This smooth matcha panna cotta is a super easy make-ahead dessert. Earthy matcha notes balance the rich sweet cream and pairs well with candied kumquats and shaved white chocolate or your favorite seasonal fruit. Serve it in dessert jars or unmold it onto a plate!
You thought I was done with matcha recipes because Matcha March ended, didn’t you? I’ve had this matcha panna cotta recipe ready for you for a couple of weeks, but between the baby refusing to sleep and, well, life with two kids, it just didn’t happen in time. So here we are.
I recommend making this easy green tea panna cotta dessert with candied kumquats and shaved white chocolate ASAP while you can still snag the kumquats at the market. But, if you can’t find them near you, don’t be discouraged, it will be equally delicious topped with macerated strawberries!
While Lucas and I can’t seem to keep any tree alive long enough to bear fruit, my mom harvested nearly 12lbs of kumquats from her tree this year. She then showed up at my door with a 12lb bag of kumquats because, it turns out, neither she nor my dad care for them.
They’re Lucas’s favorite fruit, but still, let me tell you, 12 pounds of kumquats is a lot of kumquats. We gifted kumquats to all our visitors for a month. Come visit us in February/March next year and you’ll get a goodie bag of kumquats to take home.
Easy Panna Cotta Dessert
Panna cotta makes the perfect Spring dessert. It’s refreshing and best of all, requires no baking. Just a few minutes on the stove to dissolve the gelatin and sugar plus the forethought to do so with enough time to chill. That’s all it takes!
You can make these the night before and unmold them to serve. Or, you can even unmold them a few hours early and continue chilling until you’re ready to serve. Just remember that the longer they chill for, the more firm the panna cotta texture. I recommend chilling for no more than 24-36 hours.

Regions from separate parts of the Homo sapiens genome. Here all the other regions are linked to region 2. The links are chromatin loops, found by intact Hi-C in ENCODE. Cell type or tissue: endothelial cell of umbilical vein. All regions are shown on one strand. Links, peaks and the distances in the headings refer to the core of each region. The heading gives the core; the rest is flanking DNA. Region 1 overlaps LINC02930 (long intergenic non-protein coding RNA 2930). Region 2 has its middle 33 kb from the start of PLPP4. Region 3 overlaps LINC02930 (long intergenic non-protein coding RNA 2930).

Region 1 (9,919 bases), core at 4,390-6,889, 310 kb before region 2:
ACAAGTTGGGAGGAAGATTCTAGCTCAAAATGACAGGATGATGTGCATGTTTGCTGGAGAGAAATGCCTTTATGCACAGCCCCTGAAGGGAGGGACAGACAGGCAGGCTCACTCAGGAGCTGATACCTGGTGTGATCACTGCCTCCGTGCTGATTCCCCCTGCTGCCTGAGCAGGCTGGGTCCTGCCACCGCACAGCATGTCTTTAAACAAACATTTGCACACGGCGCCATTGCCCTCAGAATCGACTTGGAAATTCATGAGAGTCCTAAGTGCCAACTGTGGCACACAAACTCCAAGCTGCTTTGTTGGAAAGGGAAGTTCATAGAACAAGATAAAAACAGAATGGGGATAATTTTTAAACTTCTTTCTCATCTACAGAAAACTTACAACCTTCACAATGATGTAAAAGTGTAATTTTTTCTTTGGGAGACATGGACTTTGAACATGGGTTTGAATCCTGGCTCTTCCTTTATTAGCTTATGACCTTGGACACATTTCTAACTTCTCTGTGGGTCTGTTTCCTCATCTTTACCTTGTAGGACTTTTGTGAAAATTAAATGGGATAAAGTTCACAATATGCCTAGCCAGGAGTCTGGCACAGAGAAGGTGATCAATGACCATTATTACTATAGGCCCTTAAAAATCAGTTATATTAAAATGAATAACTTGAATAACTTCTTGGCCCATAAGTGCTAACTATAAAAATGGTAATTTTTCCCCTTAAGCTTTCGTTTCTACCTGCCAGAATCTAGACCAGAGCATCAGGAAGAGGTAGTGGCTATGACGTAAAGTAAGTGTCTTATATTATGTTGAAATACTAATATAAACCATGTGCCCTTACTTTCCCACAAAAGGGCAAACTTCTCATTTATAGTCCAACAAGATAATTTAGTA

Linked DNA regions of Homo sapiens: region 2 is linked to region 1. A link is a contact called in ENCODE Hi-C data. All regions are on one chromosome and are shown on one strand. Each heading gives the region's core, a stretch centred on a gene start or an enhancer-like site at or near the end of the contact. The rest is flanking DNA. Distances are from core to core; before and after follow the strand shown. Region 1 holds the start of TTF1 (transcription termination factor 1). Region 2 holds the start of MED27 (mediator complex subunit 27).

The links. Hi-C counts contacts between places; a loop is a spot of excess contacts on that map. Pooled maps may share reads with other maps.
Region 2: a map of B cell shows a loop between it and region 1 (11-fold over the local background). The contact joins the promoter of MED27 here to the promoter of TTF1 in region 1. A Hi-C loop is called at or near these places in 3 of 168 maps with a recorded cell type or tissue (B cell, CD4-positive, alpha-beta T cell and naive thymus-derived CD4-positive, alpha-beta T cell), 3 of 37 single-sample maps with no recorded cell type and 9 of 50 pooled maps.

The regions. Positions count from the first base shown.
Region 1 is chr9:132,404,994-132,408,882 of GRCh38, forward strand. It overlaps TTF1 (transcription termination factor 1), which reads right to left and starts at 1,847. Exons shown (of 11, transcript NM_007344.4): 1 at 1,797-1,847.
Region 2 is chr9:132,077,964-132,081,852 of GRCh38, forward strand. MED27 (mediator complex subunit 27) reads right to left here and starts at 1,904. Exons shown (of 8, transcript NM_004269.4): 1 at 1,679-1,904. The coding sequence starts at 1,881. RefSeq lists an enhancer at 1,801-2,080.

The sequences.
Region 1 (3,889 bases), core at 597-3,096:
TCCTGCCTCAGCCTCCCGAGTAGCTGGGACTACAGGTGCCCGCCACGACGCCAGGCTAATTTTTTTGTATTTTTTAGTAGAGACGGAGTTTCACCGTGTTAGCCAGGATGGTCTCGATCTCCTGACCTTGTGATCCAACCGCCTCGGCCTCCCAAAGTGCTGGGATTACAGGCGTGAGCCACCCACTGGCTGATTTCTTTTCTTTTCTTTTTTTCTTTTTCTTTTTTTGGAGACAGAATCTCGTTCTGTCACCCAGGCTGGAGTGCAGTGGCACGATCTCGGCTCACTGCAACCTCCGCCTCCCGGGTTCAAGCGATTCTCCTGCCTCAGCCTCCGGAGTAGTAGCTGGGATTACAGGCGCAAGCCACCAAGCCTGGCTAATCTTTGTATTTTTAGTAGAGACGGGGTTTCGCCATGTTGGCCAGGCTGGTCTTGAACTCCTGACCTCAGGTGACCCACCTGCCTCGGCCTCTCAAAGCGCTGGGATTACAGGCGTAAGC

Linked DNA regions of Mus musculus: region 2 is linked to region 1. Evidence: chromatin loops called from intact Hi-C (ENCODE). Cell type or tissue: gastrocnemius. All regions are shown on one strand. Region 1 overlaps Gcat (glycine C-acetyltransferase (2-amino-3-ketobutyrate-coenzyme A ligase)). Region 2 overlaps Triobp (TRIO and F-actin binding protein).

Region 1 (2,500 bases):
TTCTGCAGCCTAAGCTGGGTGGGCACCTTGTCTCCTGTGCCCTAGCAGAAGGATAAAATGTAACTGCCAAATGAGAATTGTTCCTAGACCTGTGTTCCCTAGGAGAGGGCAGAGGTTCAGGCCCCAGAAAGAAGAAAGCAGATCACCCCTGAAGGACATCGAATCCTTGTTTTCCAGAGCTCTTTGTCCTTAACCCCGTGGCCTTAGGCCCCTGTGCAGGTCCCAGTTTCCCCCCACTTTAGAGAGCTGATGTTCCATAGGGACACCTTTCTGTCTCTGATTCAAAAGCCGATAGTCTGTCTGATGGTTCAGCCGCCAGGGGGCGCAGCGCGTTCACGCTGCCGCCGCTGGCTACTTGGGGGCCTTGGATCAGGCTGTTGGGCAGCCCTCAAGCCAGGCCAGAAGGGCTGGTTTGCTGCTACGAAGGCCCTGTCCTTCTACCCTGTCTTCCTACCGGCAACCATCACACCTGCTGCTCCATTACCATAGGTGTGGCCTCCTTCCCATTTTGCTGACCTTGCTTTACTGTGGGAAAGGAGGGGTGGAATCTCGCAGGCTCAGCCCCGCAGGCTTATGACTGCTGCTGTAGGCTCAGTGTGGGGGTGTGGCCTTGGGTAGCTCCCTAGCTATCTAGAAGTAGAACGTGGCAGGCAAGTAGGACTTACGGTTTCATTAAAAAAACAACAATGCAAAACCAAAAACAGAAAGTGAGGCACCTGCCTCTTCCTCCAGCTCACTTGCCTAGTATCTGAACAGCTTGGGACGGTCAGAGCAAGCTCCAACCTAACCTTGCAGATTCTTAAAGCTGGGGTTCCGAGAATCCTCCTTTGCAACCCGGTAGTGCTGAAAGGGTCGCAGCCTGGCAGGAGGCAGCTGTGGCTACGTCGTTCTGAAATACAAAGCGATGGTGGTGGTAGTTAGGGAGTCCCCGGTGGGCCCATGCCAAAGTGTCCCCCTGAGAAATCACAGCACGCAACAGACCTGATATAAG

And if you really want to make it easy, don’t bother unmolding. Serve it directly out of ramekins or dessert cups!
Matcha Panna Cotta
This matcha panna cotta is a simple flavor twist on a classic Italian panna cotta. Matcha’s earthiness is balanced by sweet cream for a chilled dessert that tastes like my morning matcha latte.
To infuse matcha into the cream without little flecks floating to the bottom while it chills, I strain my panna cotta through a cheese cloth. If you skip this step, it’ll still taste stellar and the flavor won’t be affected in the least. You’ll just see little flecks of matcha either in the bottom of your ramekins if you don’t unmold it or on top of the panna cotta when you unmold it onto a plate to serve.
Spooning sweet candied kumquats or macerated strawberries overtop the matcha panna cotta provides contrast to the herbacious earthy matcha.
How to make Candied Kumquats
Kumquats are one of the most sour tangy citrus fruits because you eat the entire thing, skin included. For some, they’re an acquired taste. Simmering them in sugar syrup cuts their tartness tenfold, making their bright flavors shine without the pucker mouth feel.
Slice the kumquats in half, lengthwise and remove any large seeds. Simmer the kumquats in a simple syrup bath for 4-5 minutes, then chill along with the syrup until ready to serve.